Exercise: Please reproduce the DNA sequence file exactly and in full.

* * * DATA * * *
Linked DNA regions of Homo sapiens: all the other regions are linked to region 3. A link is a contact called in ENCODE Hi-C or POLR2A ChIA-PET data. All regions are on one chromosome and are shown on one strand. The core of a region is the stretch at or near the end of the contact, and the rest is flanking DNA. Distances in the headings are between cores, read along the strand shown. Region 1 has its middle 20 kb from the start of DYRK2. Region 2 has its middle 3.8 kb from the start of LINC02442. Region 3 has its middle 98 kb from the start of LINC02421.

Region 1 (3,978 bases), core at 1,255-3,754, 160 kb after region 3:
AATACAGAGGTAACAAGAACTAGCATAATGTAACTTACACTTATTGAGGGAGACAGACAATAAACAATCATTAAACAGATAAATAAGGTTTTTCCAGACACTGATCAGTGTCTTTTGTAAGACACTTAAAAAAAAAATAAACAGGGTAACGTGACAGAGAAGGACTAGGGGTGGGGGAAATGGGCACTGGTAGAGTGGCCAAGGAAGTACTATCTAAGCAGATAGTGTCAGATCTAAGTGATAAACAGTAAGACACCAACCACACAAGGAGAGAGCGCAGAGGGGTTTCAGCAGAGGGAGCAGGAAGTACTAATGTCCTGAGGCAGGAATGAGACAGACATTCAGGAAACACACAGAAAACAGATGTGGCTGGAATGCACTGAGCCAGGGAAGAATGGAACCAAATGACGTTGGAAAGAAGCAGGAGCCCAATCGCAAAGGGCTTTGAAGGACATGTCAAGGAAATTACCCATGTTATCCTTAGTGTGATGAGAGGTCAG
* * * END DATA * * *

Linked DNA regions of Homo sapiens: all the other regions are linked to region 3. A link is a contact called in ENCODE Hi-C or POLR2A ChIA-PET data. All regions are on one chromosome and are shown on one strand. The core of a region is the stretch at or near the end of the contact, and the rest is flanking DNA. Distances in the headings are between cores, read along the strand shown. Region 1 has its middle 20 kb from the start of DYRK2. Region 2 has its middle 3.8 kb from the start of LINC02442. Region 3 has its middle 98 kb from the start of LINC02421.

Region 1 (3,978 bases), core at 1,255-3,754, 160 kb after region 3:
AATACAGAGGTAACAAGAACTAGCATAATGTAACTTACACTTATTGAGGGAGACAGACAATAAACAATCATTAAACAGATAAATAAGGTTTTTCCAGACACTGATCAGTGTCTTTTGTAAGACACTTAAAAAAAAAATAAACAGGGTAACGTGACAGAGAAGGACTAGGGGTGGGGGAAATGGGCACTGGTAGAGTGGCCAAGGAAGTACTATCTAAGCAGATAGTGTCAGATCTAAGTGATAAACAGTAAGACACCAACCACACAAGGAGAGAGCGCAGAGGGGTTTCAGCAGAGGGAGCAGGAAGTACTAATGTCCTGAGGCAGGAATGAGACAGACATTCAGGAAACACACAGAAAACAGATGTGGCTGGAATGCACTGAGCCAGGGAAGAATGGAACCAAATGACGTTGGAAAGAAGCAGGAGCCCAATCGCAAAGGGCTTTGAAGGACATGTCAAGGAAATTACCCATGTTATCCTTAGTGTGATGAGAGGTCAG